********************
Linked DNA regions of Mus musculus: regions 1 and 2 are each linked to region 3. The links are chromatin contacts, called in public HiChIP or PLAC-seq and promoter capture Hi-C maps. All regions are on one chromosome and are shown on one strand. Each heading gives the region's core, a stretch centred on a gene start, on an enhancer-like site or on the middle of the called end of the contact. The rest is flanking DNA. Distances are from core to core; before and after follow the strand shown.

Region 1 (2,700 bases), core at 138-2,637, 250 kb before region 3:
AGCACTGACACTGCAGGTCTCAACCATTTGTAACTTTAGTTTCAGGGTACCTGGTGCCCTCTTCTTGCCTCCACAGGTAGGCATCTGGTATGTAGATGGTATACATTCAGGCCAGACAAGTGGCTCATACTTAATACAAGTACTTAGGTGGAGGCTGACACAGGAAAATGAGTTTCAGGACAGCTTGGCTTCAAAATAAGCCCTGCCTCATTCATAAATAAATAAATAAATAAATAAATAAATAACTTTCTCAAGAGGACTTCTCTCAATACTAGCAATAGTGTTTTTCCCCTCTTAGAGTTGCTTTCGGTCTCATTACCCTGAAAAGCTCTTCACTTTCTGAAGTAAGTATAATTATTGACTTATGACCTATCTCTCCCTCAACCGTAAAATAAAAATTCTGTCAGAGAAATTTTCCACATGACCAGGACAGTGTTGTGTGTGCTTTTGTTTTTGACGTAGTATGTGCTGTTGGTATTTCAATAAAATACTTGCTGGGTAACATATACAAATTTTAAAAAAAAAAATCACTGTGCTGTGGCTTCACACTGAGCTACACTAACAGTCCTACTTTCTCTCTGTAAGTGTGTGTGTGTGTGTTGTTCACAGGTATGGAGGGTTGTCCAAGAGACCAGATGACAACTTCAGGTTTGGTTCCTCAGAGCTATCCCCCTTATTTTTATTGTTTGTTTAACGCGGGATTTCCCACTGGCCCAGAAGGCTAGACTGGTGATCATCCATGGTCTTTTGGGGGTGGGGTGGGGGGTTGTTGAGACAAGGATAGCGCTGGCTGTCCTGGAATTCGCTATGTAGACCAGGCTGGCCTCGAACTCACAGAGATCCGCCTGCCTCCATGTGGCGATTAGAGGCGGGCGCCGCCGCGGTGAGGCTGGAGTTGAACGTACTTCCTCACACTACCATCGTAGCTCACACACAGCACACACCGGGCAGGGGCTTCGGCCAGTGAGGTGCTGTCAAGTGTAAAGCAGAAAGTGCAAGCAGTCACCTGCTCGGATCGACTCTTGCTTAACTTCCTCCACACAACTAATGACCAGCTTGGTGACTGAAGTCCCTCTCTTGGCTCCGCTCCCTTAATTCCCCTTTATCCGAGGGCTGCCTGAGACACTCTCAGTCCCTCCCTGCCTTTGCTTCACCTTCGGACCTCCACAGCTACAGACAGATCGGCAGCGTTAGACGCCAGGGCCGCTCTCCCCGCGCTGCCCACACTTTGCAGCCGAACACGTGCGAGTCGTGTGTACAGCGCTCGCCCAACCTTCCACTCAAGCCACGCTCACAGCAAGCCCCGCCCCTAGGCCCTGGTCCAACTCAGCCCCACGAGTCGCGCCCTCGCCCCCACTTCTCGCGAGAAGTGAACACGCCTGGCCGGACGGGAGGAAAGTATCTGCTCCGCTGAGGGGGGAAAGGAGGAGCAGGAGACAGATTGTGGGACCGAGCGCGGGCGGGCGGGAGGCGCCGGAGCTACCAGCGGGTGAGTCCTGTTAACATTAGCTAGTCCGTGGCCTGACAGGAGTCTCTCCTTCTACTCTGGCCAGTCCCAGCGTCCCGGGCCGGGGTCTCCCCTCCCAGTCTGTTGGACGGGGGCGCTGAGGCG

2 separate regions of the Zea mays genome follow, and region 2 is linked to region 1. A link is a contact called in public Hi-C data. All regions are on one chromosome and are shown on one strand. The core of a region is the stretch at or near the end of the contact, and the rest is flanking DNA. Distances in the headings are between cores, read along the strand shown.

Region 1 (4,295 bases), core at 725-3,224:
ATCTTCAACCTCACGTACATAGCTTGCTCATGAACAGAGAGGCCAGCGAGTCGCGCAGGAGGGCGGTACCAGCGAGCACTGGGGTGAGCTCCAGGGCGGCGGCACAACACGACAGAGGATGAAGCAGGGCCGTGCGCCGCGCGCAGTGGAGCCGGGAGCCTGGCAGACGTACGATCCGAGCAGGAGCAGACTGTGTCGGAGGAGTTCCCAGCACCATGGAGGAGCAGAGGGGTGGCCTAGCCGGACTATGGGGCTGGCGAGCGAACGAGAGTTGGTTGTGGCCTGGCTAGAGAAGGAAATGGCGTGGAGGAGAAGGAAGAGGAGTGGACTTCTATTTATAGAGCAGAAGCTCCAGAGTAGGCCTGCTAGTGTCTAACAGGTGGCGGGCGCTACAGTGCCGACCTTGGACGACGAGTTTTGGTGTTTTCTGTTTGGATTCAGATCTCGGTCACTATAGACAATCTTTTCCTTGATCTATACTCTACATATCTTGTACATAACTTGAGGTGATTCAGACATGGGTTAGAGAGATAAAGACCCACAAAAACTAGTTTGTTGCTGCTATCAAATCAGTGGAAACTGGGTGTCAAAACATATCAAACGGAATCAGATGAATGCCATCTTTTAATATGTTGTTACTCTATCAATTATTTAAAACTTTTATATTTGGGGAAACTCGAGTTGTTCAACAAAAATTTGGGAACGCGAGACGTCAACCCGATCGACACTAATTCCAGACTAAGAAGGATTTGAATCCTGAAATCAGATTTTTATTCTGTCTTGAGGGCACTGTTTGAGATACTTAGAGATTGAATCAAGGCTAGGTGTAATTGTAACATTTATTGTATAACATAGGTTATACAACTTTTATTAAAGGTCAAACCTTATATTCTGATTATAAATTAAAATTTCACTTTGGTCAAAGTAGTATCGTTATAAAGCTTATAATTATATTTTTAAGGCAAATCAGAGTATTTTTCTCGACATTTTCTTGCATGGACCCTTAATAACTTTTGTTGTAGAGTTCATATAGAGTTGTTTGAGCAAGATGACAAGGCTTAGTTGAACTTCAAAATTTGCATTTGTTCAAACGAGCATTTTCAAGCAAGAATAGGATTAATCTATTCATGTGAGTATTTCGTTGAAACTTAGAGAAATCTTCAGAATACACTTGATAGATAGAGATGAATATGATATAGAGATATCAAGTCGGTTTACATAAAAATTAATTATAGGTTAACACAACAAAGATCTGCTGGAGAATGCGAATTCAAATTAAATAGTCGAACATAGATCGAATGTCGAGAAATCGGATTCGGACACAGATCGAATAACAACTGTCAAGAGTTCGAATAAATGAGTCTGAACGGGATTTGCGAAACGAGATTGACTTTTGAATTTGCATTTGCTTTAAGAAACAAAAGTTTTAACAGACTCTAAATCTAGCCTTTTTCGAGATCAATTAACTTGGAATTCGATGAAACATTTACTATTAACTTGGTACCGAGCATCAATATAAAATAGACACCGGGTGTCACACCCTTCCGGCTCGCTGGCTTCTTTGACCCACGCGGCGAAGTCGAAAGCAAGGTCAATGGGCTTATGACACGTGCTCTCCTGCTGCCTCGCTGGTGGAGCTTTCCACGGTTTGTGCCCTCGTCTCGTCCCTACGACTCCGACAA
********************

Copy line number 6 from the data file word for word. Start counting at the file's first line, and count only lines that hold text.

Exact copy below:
ATCTTCAACCTCACGTACATAGCTTGCTCATGAACAGAGAGGCCAGCGAGTCGCGCAGGAGGGCGGTACCAGCGAGCACTGGGGTGAGCTCCAGGGCGGCGGCACAACACGACAGAGGATGAAGCAGGGCCGTGCGCCGCGCGCAGTGGAGCCGGGAGCCTGGCAGACGTACGATCCGAGCAGGAGCAGACTGTGTCGGAGGAGTTCCCAGCACCATGGAGGAGCAGAGGGGTGGCCTAGCCGGACTATGGGGCTGGCGAGCGAACGAGAGTTGGTTGTGGCCTGGCTAGAGAAGGAAATGGCGTGGAGGAGAAGGAAGAGGAGTGGACTTCTATTTATAGAGCAGAAGCTCCAGAGTAGGCCTGCTAGTGTCTAACAGGTGGCGGGCGCTACAGTGCCGACCTTGGACGACGAGTTTTGGTGTTTTCTGTTTGGATTCAGATCTCGGTCACTATAGACAATCTTTTCCTTGATCTATACTCTACATATCTTGTACATAACTTGAGGTGATTCAGACATGGGTTAGAGAGATAAAGACCCACAAAAACTAGTTTGTTGCTGCTATCAAATCAGTGGAAACTGGGTGTCAAAACATATCAAACGGAATCAGATGAATGCCATCTTTTAATATGTTGTTACTCTATCAATTATTTAAAACTTTTATATTTGGGGAAACTCGAGTTGTTCAACAAAAATTTGGGAACGCGAGACGTCAACCCGATCGACACTAATTCCAGACTAAGAAGGATTTGAATCCTGAAATCAGATTTTTATTCTGTCTTGAGGGCACTGTTTGAGATACTTAGAGATTGAATCAAGGCTAGGTGTAATTGTAACATTTATTGTATAACATAGGTTATACAACTTTTATTAAAGGTCAAACCTTATATTCTGATTATAAATTAAAATTTCACTTTGGTCAAAGTAGTATCGTTATAAAGCTTATAATTATATTTTTAAGGCAAATCAGAGTATTTTTCTCGACATTTTCTTGCATGGACCCTTAATAACTTTTGTTGTAGAGTTCATATAGAGTTGTTTGAGCAAGATGACAAGGCTTAGTTGAACTTCAAAATTTGCATTTGTTCAAACGAGCATTTTCAAGCAAGAATAGGATTAATCTATTCATGTGAGTATTTCGTTGAAACTTAGAGAAATCTTCAGAATACACTTGATAGATAGAGATGAATATGATATAGAGATATCAAGTCGGTTTACATAAAAATTAATTATAGGTTAACACAACAAAGATCTGCTGGAGAATGCGAATTCAAATTAAATAGTCGAACATAGATCGAATGTCGAGAAATCGGATTCGGACACAGATCGAATAACAACTGTCAAGAGTTCGAATAAATGAGTCTGAACGGGATTTGCGAAACGAGATTGACTTTTGAATTTGCATTTGCTTTAAGAAACAAAAGTTTTAACAGACTCTAAATCTAGCCTTTTTCGAGATCAATTAACTTGGAATTCGATGAAACATTTACTATTAACTTGGTACCGAGCATCAATATAAAATAGACACCGGGTGTCACACCCTTCCGGCTCGCTGGCTTCTTTGACCCACGCGGCGAAGTCGAAAGCAAGGTCAATGGGCTTATGACACGTGCTCTCCTGCTGCCTCGCTGGTGGAGCTTTCCACGGTTTGTGCCCTCGTCTCGTCCCTACGACTCCGACAA